Antarctic Astronomy Diaries 2002/03


31 October 2002
23 November 2002
30 November 2002
01 December 2002
02 December 2002
03 December 2002
05 December 2002
06 December 2002
07 December 2002
08 December 2002
09 December 2002
10 December 2002
11 December 2002
12 December 2002
13 December 2002
14 December 2002
15 December 2002
17 December 2002
18 December 2002
27 December 2002
29 December 2002
30 December 2002
31 December 2002
01 January 2003
02 January 2003
03 January 2003
04 January 2003
05 January 2003
06 January 2003
07 January 2003
08 January 2003
09 January 2003
10 January 2003
11 January 2003
12 January 2003
14 January 2003
16 January 2003
17 January 2003
18 January 2003
19 January 2003
21 January 2003
22 January 2003
23 January 2003
24 January 2003
25 January 2003
26 January 2003
27 January 2003
28 January 2003
30 January 2003
31 January 2003
02 February 2003
04 February 2003
11 February 2003
14 February 2003
17 February 2003

Monday, December 02, 2002

3. Coincidences

3 Dec 2002 - Paolo G. Calisse, Christchurch, NZ

today they called me at 5:15am to tell that the flight to the ice was cancelled. Anyway, it looks like tonight at 7pm there is a chance to fly down for 15 people, and I'm on the list. I usually apply the most conservative approach: I trust on it only when the crew ask us to get back to our seats as we are preparing for landing.

Anyway, I can't complain very much. This morning, at about 5:20am, I was already sleeping and dreaming penguins and so on. other times I wandered for hours at the Antarctic Terminal (a large room where people wait to board on the flight) for hours, dressed in the Extreme Weather Gears in the sun of a New Zealand summer, before to be told that "the flight is cancelled till tomorrow". Other time, we got half a way to Antarctica, and than, suddenly, we experience a change in the aircraft attitude, the sun light circle formed by the image of the window in front of you start to run on the body of the aircraft, and you understand that something went wrong, and you are trapped in a so-called "boomerang flight", that means there is no clearance for landing and you have to get back to Christchurch.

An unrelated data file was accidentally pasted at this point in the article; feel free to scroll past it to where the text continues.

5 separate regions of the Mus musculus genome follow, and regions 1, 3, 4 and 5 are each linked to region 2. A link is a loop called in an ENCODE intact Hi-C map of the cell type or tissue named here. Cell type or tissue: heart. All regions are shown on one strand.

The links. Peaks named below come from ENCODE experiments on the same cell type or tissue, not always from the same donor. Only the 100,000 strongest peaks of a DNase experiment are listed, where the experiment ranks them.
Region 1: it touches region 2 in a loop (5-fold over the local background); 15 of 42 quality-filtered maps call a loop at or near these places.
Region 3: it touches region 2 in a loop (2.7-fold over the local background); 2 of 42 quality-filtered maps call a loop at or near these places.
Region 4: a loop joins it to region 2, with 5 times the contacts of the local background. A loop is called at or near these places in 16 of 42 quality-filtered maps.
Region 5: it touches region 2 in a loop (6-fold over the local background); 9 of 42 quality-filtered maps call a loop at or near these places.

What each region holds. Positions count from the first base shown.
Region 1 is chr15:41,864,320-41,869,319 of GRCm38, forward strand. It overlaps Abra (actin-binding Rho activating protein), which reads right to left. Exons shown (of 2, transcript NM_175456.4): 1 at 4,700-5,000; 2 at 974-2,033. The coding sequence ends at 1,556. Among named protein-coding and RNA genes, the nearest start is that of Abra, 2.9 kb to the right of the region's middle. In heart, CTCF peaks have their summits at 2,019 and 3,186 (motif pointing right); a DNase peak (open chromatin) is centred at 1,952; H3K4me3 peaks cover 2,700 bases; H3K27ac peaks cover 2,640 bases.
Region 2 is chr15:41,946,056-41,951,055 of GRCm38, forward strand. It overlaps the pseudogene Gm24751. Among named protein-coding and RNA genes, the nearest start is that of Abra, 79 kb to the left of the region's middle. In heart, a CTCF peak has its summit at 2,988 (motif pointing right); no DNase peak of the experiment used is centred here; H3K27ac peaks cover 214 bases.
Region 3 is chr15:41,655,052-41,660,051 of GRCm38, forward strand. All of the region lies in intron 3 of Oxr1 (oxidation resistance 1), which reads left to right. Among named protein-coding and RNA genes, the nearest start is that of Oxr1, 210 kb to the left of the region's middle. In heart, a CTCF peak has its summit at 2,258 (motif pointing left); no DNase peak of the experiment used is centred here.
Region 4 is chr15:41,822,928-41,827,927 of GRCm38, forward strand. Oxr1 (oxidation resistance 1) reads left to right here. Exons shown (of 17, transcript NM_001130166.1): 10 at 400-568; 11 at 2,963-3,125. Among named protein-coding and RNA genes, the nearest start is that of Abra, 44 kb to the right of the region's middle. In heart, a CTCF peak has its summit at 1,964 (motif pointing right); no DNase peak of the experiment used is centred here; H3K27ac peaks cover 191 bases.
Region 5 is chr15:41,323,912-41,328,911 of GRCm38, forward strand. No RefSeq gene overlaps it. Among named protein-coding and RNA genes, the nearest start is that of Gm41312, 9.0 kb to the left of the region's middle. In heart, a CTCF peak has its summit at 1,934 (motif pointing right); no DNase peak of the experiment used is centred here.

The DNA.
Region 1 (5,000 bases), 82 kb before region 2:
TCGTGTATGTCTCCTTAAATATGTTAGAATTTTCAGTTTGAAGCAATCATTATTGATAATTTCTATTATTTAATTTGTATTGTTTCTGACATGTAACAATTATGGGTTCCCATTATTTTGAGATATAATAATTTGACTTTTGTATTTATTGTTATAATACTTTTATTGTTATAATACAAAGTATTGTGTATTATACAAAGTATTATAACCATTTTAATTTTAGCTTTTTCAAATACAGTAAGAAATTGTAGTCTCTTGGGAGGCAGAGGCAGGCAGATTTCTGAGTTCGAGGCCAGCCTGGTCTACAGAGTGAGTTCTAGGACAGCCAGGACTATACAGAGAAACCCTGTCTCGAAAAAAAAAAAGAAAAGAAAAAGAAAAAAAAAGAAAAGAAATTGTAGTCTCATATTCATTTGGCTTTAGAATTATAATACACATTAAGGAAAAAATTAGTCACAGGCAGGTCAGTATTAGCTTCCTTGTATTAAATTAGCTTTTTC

This is the worst situation, because just after a few hours, you have to board again, because, maybe, there is another flight ready. You are tired, a bit upset, and the accomodation in the aircraft is not first class like.

However, we will have some time to sleep a little bit more, to wonder in time, and spend some time arranging the ideas and studying documentation.

By the way, I recall I still have to justify the title of this diary entry. Well, yesterday, I went with the group of astrophysicists waiting for deployment to a pub in town. I noticed a young couple with a 2-3 years old daugher, with the air of people travelling.

As I miss a lot my son, I like people travelling, and I like... chatting, I approached the little nice kid and started to chat, to discover his father, a dutch, was a crew member on the boat that brought me to Antarctica in 1991. I couldn't recognize him, and probably meet him once or two times, as he was the chef-assistance on the boat, and travelling in the screaming sixties doesn't make you very motivated to enjoy the food. Anyway, it looks really increadible to find out you are sitting down a meter apart from someone you shared 20 days of navigation, 12 years before, in the Antarctic sea, on board of a Dutch boat hired by the Italian Antarctic Program, don't you think?


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